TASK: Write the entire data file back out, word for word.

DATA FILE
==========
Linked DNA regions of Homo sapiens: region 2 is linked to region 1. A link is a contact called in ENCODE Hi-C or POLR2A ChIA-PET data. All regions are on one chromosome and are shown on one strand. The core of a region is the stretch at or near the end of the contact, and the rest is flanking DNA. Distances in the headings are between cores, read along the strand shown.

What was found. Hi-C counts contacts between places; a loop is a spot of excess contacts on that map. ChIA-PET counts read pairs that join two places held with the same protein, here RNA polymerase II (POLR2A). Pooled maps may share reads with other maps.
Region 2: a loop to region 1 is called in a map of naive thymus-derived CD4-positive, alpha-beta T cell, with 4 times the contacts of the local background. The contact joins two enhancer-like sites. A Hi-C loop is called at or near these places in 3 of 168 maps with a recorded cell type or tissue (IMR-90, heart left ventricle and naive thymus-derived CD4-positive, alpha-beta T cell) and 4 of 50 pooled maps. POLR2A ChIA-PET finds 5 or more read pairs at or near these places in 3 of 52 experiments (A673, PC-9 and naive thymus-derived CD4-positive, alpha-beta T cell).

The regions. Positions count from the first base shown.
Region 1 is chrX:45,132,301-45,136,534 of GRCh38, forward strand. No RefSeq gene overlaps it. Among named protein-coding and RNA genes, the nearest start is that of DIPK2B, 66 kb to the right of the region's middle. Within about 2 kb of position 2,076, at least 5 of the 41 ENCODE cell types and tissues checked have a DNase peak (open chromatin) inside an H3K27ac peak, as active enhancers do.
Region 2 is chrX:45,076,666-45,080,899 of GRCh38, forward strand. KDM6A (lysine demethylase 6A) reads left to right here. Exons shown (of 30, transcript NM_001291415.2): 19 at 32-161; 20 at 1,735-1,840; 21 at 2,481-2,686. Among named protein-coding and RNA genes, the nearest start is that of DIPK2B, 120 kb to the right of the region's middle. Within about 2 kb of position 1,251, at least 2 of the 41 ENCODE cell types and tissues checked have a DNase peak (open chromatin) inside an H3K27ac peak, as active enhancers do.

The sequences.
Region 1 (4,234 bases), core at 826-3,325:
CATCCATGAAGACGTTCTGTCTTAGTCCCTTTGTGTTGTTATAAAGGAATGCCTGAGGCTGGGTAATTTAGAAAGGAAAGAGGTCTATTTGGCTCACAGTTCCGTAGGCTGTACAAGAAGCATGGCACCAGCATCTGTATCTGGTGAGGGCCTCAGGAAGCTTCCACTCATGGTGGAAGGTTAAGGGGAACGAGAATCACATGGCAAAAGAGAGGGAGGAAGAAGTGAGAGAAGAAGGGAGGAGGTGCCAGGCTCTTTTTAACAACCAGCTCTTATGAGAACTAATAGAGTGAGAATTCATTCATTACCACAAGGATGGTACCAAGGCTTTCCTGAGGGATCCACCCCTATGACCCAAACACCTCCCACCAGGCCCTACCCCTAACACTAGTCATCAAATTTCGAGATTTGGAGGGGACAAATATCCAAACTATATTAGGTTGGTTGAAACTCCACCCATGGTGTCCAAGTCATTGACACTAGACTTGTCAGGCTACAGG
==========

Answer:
Linked DNA regions of Homo sapiens: region 2 is linked to region 1. A link is a contact called in ENCODE Hi-C or POLR2A ChIA-PET data. All regions are on one chromosome and are shown on one strand. The core of a region is the stretch at or near the end of the contact, and the rest is flanking DNA. Distances in the headings are between cores, read along the strand shown.

What was found. Hi-C counts contacts between places; a loop is a spot of excess contacts on that map. ChIA-PET counts read pairs that join two places held with the same protein, here RNA polymerase II (POLR2A). Pooled maps may share reads with other maps.
Region 2: a loop to region 1 is called in a map of naive thymus-derived CD4-positive, alpha-beta T cell, with 4 times the contacts of the local background. The contact joins two enhancer-like sites. A Hi-C loop is called at or near these places in 3 of 168 maps with a recorded cell type or tissue (IMR-90, heart left ventricle and naive thymus-derived CD4-positive, alpha-beta T cell) and 4 of 50 pooled maps. POLR2A ChIA-PET finds 5 or more read pairs at or near these places in 3 of 52 experiments (A673, PC-9 and naive thymus-derived CD4-positive, alpha-beta T cell).

The regions. Positions count from the first base shown.
Region 1 is chrX:45,132,301-45,136,534 of GRCh38, forward strand. No RefSeq gene overlaps it. Among named protein-coding and RNA genes, the nearest start is that of DIPK2B, 66 kb to the right of the region's middle. Within about 2 kb of position 2,076, at least 5 of the 41 ENCODE cell types and tissues checked have a DNase peak (open chromatin) inside an H3K27ac peak, as active enhancers do.
Region 2 is chrX:45,076,666-45,080,899 of GRCh38, forward strand. KDM6A (lysine demethylase 6A) reads left to right here. Exons shown (of 30, transcript NM_001291415.2): 19 at 32-161; 20 at 1,735-1,840; 21 at 2,481-2,686. Among named protein-coding and RNA genes, the nearest start is that of DIPK2B, 120 kb to the right of the region's middle. Within about 2 kb of position 1,251, at least 2 of the 41 ENCODE cell types and tissues checked have a DNase peak (open chromatin) inside an H3K27ac peak, as active enhancers do.

The sequences.
Region 1 (4,234 bases), core at 826-3,325:
CATCCATGAAGACGTTCTGTCTTAGTCCCTTTGTGTTGTTATAAAGGAATGCCTGAGGCTGGGTAATTTAGAAAGGAAAGAGGTCTATTTGGCTCACAGTTCCGTAGGCTGTACAAGAAGCATGGCACCAGCATCTGTATCTGGTGAGGGCCTCAGGAAGCTTCCACTCATGGTGGAAGGTTAAGGGGAACGAGAATCACATGGCAAAAGAGAGGGAGGAAGAAGTGAGAGAAGAAGGGAGGAGGTGCCAGGCTCTTTTTAACAACCAGCTCTTATGAGAACTAATAGAGTGAGAATTCATTCATTACCACAAGGATGGTACCAAGGCTTTCCTGAGGGATCCACCCCTATGACCCAAACACCTCCCACCAGGCCCTACCCCTAACACTAGTCATCAAATTTCGAGATTTGGAGGGGACAAATATCCAAACTATATTAGGTTGGTTGAAACTCCACCCATGGTGTCCAAGTCATTGACACTAGACTTGTCAGGCTACAGG